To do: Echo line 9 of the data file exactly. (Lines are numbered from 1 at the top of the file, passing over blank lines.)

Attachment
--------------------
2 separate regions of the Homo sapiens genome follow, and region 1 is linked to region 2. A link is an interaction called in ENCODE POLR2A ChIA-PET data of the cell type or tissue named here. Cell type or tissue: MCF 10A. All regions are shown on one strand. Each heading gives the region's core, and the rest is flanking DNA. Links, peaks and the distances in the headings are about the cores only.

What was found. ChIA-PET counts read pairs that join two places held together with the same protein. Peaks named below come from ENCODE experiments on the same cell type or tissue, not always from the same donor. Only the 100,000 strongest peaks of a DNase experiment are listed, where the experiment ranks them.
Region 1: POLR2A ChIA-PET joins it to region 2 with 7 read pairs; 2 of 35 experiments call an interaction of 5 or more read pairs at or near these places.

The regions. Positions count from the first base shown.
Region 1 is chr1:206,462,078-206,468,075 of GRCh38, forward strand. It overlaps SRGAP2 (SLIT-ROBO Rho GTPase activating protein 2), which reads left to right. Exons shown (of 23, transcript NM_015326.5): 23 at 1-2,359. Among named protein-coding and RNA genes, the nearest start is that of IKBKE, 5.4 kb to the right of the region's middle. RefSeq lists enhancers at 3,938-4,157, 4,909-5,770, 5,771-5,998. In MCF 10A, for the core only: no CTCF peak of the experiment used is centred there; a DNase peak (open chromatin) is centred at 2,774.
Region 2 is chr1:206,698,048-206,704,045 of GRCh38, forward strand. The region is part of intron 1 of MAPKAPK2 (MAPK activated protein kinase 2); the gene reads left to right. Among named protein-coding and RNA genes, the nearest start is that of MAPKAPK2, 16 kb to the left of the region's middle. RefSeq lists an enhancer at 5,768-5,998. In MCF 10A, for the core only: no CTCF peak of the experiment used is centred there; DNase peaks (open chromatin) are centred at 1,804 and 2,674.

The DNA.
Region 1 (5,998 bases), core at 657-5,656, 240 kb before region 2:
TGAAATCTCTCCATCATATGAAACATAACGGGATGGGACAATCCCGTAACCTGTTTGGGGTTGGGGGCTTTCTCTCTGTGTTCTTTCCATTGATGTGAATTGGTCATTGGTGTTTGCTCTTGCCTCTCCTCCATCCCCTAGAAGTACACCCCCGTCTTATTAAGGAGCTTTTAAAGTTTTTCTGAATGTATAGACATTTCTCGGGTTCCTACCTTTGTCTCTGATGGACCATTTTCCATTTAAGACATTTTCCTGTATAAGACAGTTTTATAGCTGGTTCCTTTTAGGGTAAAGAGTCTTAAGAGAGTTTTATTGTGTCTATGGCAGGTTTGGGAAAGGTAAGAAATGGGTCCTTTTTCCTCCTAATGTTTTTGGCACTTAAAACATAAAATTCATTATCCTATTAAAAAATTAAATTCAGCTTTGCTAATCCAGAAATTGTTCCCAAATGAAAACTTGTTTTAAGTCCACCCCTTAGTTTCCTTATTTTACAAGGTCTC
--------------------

TGAAATCTCTCCATCATATGAAACATAACGGGATGGGACAATCCCGTAACCTGTTTGGGGTTGGGGGCTTTCTCTCTGTGTTCTTTCCATTGATGTGAATTGGTCATTGGTGTTTGCTCTTGCCTCTCCTCCATCCCCTAGAAGTACACCCCCGTCTTATTAAGGAGCTTTTAAAGTTTTTCTGAATGTATAGACATTTCTCGGGTTCCTACCTTTGTCTCTGATGGACCATTTTCCATTTAAGACATTTTCCTGTATAAGACAGTTTTATAGCTGGTTCCTTTTAGGGTAAAGAGTCTTAAGAGAGTTTTATTGTGTCTATGGCAGGTTTGGGAAAGGTAAGAAATGGGTCCTTTTTCCTCCTAATGTTTTTGGCACTTAAAACATAAAATTCATTATCCTATTAAAAAATTAAATTCAGCTTTGCTAATCCAGAAATTGTTCCCAAATGAAAACTTGTTTTAAGTCCACCCCTTAGTTTCCTTATTTTACAAGGTCTC